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Consumer Collaboration Dominates Super Bowl Sunday Commercials

Posted by Brandon Evans on February 5th, 2013 at 10:07 am

It seems that on the biggest advertising day of the year, brands are entering a new evolution of marketing.

During this year’s Super Bowl, consumers chose the endings of their favorite commercials, wrote scripts, unlocked exclusive brand content, submitted photos, and even named a baby foul on behalf of Budweiser. Along with wings, beer, and football, it appears that participating with brands has become a game day staple.

Some brands, like Doritos, are no stranger to collaborative Super Bowl spots. “Crash the Superbowl” turned seven this year, and the campaign has landed the brand in the Top 5 favorite ads in USA Today’s AdMeter every year since its 2007 premier. In 2009, 2011, and 2012, commercials submitted by Doritos fans snagged the #1 AdMeter spot (source: Mashable).

Others, like Ford, newly embraced consumer collaboration. This year, Ford invited Lincoln fans to “Steer the Script,” featuring user-submitted road trip stories acquired on Twitter in both print and television spots.

In fact, 20% of 2013’s 35 Super Bowl advertisers incorporated some form of consumer involvement into their marketing. That’s a noticeable shift when only four brands featured hashtags during 2012 Super Bowl commercials. This year, consumers guided a big chunk of the multi-million dollar game day productions (source: Wireless Week).

Evidently, consumer involvement works. Frito-Lay reported a 73% increase in web traffic, as well as 100% increases in both “Crash the Superbowl” votes and uniques entering 2013 (source: Mashable). Toyota also saw momentus Super Bowl success, racking up 11 million views on their co-created “Make a Wish” campaign, 3.2 million of which were pre-game teaser views. (AdAge).

Crowdtap, a collaborative marketing platform that allows brands to ideate directly with thousands of their consumers, asked a sample of their 250,000 member community to weigh in on their favorite collaborative Super Bowl ads.

Now an established fan favorite, 48% of the Crowdtap respondents cited Doritos’ “Crash the Superbowl” as one of their three favorite crowdsourced campaigns, followed by Super Bowl spots featuring Coca Cola, Pepsi, Pizza Hut, and Toyota.

Today, a quarter million consumers use Crowtap.com as a discovery engine to find new ways to participate with brands, and brands like Verizon, Sony, and Kimberly Clark leverage the platform to market with consumer advocates.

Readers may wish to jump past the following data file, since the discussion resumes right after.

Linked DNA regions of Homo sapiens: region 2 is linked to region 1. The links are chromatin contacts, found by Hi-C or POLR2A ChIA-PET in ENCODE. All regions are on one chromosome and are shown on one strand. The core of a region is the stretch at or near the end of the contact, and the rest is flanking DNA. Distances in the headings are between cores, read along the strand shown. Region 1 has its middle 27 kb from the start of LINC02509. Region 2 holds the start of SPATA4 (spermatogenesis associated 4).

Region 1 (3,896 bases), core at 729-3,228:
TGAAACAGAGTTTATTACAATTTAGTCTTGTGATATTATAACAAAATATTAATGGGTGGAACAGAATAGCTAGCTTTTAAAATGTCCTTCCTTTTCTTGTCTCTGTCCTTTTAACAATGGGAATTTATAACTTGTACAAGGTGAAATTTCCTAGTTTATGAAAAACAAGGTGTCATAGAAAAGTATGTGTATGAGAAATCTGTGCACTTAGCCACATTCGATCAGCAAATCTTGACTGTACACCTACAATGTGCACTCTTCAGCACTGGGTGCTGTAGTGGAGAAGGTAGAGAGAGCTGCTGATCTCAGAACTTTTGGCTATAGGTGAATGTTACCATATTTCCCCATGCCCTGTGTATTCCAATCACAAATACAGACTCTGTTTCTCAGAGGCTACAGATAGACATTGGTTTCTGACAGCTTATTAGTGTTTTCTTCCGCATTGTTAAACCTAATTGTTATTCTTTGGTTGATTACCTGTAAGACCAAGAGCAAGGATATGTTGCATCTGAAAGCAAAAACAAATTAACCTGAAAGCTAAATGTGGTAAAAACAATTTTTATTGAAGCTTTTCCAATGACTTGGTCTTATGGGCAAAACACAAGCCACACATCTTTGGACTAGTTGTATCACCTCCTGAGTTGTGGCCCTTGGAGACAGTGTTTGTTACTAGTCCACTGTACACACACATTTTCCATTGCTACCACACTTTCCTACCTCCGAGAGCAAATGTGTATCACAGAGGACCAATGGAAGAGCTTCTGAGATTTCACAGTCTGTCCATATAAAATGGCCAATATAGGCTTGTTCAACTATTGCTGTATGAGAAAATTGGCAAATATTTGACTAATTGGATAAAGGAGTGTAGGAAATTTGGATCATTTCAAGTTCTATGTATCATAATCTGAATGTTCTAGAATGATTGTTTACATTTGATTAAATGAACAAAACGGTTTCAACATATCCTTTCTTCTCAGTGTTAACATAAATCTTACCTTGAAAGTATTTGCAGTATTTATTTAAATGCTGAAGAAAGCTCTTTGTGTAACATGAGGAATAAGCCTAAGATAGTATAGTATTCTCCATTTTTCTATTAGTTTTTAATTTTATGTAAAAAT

Here’s a breakdown of the Top Five collaborative marketing campaigns as ranked by consumers on Crowdtap:

1. Doritos: Crash the Superbowl

This year’s “Crash the Superbowl” campaign allowed consumers to weigh in on five fan-submitted commercials.The winner earned a chance to work with director Michael Bay on the 2013 installment of Transformers.

2. Coca-Cola: Coke Chase

Coca Cola’s cross-channel campaign solicited consumer votes on Facebook, Twitter, Instagram, and Tumblr to guide the commercial’s ending and determine which group of desert-dwelling characters won an ice cold coke - the cowboys, motorcycling bad boys, or showgirls. The first 50,000 fan participants during the Super Bowl also won a free Coke.

3. Pepsi: Halftime Frame-by-Frame

Pepsi fans competed to win a Super Bowl party kit by submitting photos - 400 photos of which were featured in this year’s Pepsi ad. Pepsi participants also uncovered clues with tweets during the game to discover how they could win a chance to attend the 2014 halftime show.

4. Pizza Hut: Hut, Hut, Hut!

Pizza Hut asked consumers to star in their commercial, featuring video submissions from fans who yelled the quarterbacks' favorite line: "Hut, hut, hut."

5. Toyota:
Wish Granted

Toyota fans submitted photos of themselves on Twitter and Instagram with the hashtag #wishgranted. The winner was featured in Toyota’s 2013 ad.

This year marketers are focused on ideation with consumers, using social media to empower fans to become co-creators of brands. And if SuperBowl Sunday is any indication, the brands making the collaborative marketing play are the ones set to score big in 2013.

One Response to “Consumer Collaboration Dominates Super Bowl Sunday Commercials”

  1. Marion Jones says:

    Its to bad your basing your information on a company who screws over their users by not paying them for the work they do. Here is hoping you did not pay them to much for they information they gave you I would not want mu business associated with their name at this point in time.

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